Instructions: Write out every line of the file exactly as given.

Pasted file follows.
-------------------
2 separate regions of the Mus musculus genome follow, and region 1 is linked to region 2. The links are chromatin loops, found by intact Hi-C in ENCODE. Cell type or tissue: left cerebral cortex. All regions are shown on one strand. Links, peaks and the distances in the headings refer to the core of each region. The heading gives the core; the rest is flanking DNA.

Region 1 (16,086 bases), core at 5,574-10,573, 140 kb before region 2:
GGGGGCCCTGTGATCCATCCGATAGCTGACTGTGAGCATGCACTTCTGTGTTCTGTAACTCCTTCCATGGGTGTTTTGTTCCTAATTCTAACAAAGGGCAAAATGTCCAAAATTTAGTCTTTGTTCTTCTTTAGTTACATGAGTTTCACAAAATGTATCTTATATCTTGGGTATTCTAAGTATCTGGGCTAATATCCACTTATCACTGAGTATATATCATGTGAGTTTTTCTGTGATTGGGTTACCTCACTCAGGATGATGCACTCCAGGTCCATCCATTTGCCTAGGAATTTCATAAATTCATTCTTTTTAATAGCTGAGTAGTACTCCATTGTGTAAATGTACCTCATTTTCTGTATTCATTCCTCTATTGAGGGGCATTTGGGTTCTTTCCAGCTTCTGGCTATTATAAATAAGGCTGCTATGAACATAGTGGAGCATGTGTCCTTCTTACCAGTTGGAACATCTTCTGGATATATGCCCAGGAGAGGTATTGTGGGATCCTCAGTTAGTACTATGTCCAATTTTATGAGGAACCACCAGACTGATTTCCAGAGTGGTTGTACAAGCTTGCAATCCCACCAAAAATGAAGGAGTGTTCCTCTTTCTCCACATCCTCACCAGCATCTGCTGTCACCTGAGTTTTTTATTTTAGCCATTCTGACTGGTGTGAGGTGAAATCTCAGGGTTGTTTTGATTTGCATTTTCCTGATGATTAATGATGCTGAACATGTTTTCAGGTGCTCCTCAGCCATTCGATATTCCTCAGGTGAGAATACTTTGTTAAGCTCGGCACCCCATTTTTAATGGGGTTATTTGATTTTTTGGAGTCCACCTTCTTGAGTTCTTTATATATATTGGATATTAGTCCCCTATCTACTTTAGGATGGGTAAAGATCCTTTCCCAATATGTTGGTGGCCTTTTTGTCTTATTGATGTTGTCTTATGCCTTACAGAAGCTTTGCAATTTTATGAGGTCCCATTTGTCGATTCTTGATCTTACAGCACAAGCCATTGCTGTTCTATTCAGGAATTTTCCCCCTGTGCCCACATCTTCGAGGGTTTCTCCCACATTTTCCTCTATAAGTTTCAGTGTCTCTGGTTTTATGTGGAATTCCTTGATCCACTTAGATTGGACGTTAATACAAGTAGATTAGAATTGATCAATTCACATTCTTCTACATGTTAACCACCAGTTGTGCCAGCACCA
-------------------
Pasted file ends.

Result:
2 separate regions of the Mus musculus genome follow, and region 1 is linked to region 2. The links are chromatin loops, found by intact Hi-C in ENCODE. Cell type or tissue: left cerebral cortex. All regions are shown on one strand. Links, peaks and the distances in the headings refer to the core of each region. The heading gives the core; the rest is flanking DNA.

Region 1 (16,086 bases), core at 5,574-10,573, 140 kb before region 2:
GGGGGCCCTGTGATCCATCCGATAGCTGACTGTGAGCATGCACTTCTGTGTTCTGTAACTCCTTCCATGGGTGTTTTGTTCCTAATTCTAACAAAGGGCAAAATGTCCAAAATTTAGTCTTTGTTCTTCTTTAGTTACATGAGTTTCACAAAATGTATCTTATATCTTGGGTATTCTAAGTATCTGGGCTAATATCCACTTATCACTGAGTATATATCATGTGAGTTTTTCTGTGATTGGGTTACCTCACTCAGGATGATGCACTCCAGGTCCATCCATTTGCCTAGGAATTTCATAAATTCATTCTTTTTAATAGCTGAGTAGTACTCCATTGTGTAAATGTACCTCATTTTCTGTATTCATTCCTCTATTGAGGGGCATTTGGGTTCTTTCCAGCTTCTGGCTATTATAAATAAGGCTGCTATGAACATAGTGGAGCATGTGTCCTTCTTACCAGTTGGAACATCTTCTGGATATATGCCCAGGAGAGGTATTGTGGGATCCTCAGTTAGTACTATGTCCAATTTTATGAGGAACCACCAGACTGATTTCCAGAGTGGTTGTACAAGCTTGCAATCCCACCAAAAATGAAGGAGTGTTCCTCTTTCTCCACATCCTCACCAGCATCTGCTGTCACCTGAGTTTTTTATTTTAGCCATTCTGACTGGTGTGAGGTGAAATCTCAGGGTTGTTTTGATTTGCATTTTCCTGATGATTAATGATGCTGAACATGTTTTCAGGTGCTCCTCAGCCATTCGATATTCCTCAGGTGAGAATACTTTGTTAAGCTCGGCACCCCATTTTTAATGGGGTTATTTGATTTTTTGGAGTCCACCTTCTTGAGTTCTTTATATATATTGGATATTAGTCCCCTATCTACTTTAGGATGGGTAAAGATCCTTTCCCAATATGTTGGTGGCCTTTTTGTCTTATTGATGTTGTCTTATGCCTTACAGAAGCTTTGCAATTTTATGAGGTCCCATTTGTCGATTCTTGATCTTACAGCACAAGCCATTGCTGTTCTATTCAGGAATTTTCCCCCTGTGCCCACATCTTCGAGGGTTTCTCCCACATTTTCCTCTATAAGTTTCAGTGTCTCTGGTTTTATGTGGAATTCCTTGATCCACTTAGATTGGACGTTAATACAAGTAGATTAGAATTGATCAATTCACATTCTTCTACATGTTAACCACCAGTTGTGCCAGCACCA